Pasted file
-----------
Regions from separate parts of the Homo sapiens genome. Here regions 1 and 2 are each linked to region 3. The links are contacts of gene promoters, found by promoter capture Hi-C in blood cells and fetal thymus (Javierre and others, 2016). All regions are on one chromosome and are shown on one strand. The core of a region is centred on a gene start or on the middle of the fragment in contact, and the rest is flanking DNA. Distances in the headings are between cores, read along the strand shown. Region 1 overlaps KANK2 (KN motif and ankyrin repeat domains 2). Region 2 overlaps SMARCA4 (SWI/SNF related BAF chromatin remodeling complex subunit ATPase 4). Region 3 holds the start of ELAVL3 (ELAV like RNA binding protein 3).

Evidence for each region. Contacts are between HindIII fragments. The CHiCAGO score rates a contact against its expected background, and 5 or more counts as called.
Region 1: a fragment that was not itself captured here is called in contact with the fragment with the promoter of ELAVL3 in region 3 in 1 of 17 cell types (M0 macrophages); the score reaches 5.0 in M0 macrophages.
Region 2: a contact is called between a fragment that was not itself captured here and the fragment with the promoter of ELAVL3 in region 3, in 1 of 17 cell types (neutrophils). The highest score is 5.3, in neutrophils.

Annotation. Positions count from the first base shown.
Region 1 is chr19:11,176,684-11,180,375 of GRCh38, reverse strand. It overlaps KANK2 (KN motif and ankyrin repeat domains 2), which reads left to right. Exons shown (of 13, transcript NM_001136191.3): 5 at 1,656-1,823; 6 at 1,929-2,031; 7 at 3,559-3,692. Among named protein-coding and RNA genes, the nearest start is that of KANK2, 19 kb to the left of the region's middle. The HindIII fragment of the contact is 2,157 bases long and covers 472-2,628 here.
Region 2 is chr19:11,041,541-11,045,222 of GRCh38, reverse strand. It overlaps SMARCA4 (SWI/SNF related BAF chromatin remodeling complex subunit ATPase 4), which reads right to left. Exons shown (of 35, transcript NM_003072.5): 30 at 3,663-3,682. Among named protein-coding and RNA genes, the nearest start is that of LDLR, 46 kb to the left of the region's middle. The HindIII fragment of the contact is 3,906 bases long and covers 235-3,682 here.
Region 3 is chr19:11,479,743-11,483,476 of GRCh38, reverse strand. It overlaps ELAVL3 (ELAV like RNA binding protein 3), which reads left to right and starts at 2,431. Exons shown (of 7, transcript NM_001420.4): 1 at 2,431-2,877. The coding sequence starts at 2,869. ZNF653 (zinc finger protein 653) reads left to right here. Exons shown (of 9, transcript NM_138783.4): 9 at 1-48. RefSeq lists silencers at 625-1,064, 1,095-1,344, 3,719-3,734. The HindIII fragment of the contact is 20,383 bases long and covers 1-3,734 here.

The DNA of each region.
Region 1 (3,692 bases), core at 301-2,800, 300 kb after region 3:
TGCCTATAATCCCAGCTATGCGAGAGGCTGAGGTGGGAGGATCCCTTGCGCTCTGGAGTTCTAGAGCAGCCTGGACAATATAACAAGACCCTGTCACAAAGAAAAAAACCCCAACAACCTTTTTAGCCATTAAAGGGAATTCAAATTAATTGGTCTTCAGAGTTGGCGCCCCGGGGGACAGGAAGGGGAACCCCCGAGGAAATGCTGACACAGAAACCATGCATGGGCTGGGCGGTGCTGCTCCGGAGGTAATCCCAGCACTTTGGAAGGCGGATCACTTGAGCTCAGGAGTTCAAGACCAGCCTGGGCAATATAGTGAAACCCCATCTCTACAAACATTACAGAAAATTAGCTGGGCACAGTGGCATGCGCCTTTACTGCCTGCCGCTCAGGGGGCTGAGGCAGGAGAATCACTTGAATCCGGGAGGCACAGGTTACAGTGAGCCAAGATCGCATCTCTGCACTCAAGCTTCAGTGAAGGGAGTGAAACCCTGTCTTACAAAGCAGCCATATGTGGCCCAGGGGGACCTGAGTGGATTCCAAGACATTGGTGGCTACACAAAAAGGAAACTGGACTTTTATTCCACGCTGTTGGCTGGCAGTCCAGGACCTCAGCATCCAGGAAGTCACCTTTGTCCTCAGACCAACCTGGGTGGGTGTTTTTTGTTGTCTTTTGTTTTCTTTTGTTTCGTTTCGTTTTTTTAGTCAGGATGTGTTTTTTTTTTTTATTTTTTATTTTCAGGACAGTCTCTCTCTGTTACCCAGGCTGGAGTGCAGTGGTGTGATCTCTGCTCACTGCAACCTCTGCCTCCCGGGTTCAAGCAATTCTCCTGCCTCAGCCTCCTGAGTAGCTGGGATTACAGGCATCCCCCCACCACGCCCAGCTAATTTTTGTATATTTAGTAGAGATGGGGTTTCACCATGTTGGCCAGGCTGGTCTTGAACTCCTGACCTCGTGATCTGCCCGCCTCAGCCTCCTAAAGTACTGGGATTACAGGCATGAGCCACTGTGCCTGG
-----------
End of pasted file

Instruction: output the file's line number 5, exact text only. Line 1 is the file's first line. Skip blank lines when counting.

Annotation. Positions count from the first base shown.